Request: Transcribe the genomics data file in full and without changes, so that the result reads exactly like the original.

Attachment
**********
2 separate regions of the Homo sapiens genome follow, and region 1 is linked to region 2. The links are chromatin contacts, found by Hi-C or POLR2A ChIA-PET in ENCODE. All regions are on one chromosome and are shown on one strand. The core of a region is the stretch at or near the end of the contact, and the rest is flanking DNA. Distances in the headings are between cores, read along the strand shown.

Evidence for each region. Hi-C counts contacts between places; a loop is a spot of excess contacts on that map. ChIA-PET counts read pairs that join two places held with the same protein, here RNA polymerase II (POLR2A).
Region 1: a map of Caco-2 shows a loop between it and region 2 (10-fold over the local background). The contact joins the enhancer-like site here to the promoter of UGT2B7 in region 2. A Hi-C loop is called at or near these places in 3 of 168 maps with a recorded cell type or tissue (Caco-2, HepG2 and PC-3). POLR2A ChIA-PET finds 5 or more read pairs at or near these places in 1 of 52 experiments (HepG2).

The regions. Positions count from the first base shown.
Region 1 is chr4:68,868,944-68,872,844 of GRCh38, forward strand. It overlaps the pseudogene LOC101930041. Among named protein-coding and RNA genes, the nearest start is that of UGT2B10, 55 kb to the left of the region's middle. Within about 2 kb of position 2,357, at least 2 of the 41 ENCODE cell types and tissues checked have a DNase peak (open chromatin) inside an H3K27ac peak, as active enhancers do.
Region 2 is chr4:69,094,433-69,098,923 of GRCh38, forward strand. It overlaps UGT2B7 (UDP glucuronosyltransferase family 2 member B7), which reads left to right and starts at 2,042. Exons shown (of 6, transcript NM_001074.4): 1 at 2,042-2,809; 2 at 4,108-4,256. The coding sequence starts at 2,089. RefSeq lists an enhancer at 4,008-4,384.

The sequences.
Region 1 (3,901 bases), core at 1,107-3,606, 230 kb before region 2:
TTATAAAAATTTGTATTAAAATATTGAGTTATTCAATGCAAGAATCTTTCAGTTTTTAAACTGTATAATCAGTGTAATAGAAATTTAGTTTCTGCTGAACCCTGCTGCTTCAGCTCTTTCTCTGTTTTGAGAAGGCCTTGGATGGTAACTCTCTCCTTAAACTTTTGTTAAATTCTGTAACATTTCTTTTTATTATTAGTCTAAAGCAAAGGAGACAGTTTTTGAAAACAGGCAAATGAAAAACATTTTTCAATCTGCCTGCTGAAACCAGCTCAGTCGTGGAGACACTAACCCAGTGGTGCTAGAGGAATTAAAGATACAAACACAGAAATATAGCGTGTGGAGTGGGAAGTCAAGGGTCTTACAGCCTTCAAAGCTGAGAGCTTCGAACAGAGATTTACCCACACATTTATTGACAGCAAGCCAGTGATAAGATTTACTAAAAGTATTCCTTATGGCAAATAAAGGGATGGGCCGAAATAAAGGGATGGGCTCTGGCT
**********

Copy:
2 separate regions of the Homo sapiens genome follow, and region 1 is linked to region 2. The links are chromatin contacts, found by Hi-C or POLR2A ChIA-PET in ENCODE. All regions are on one chromosome and are shown on one strand. The core of a region is the stretch at or near the end of the contact, and the rest is flanking DNA. Distances in the headings are between cores, read along the strand shown.

Evidence for each region. Hi-C counts contacts between places; a loop is a spot of excess contacts on that map. ChIA-PET counts read pairs that join two places held with the same protein, here RNA polymerase II (POLR2A).
Region 1: a map of Caco-2 shows a loop between it and region 2 (10-fold over the local background). The contact joins the enhancer-like site here to the promoter of UGT2B7 in region 2. A Hi-C loop is called at or near these places in 3 of 168 maps with a recorded cell type or tissue (Caco-2, HepG2 and PC-3). POLR2A ChIA-PET finds 5 or more read pairs at or near these places in 1 of 52 experiments (HepG2).

The regions. Positions count from the first base shown.
Region 1 is chr4:68,868,944-68,872,844 of GRCh38, forward strand. It overlaps the pseudogene LOC101930041. Among named protein-coding and RNA genes, the nearest start is that of UGT2B10, 55 kb to the left of the region's middle. Within about 2 kb of position 2,357, at least 2 of the 41 ENCODE cell types and tissues checked have a DNase peak (open chromatin) inside an H3K27ac peak, as active enhancers do.
Region 2 is chr4:69,094,433-69,098,923 of GRCh38, forward strand. It overlaps UGT2B7 (UDP glucuronosyltransferase family 2 member B7), which reads left to right and starts at 2,042. Exons shown (of 6, transcript NM_001074.4): 1 at 2,042-2,809; 2 at 4,108-4,256. The coding sequence starts at 2,089. RefSeq lists an enhancer at 4,008-4,384.

The sequences.
Region 1 (3,901 bases), core at 1,107-3,606, 230 kb before region 2:
TTATAAAAATTTGTATTAAAATATTGAGTTATTCAATGCAAGAATCTTTCAGTTTTTAAACTGTATAATCAGTGTAATAGAAATTTAGTTTCTGCTGAACCCTGCTGCTTCAGCTCTTTCTCTGTTTTGAGAAGGCCTTGGATGGTAACTCTCTCCTTAAACTTTTGTTAAATTCTGTAACATTTCTTTTTATTATTAGTCTAAAGCAAAGGAGACAGTTTTTGAAAACAGGCAAATGAAAAACATTTTTCAATCTGCCTGCTGAAACCAGCTCAGTCGTGGAGACACTAACCCAGTGGTGCTAGAGGAATTAAAGATACAAACACAGAAATATAGCGTGTGGAGTGGGAAGTCAAGGGTCTTACAGCCTTCAAAGCTGAGAGCTTCGAACAGAGATTTACCCACACATTTATTGACAGCAAGCCAGTGATAAGATTTACTAAAAGTATTCCTTATGGCAAATAAAGGGATGGGCCGAAATAAAGGGATGGGCTCTGGCT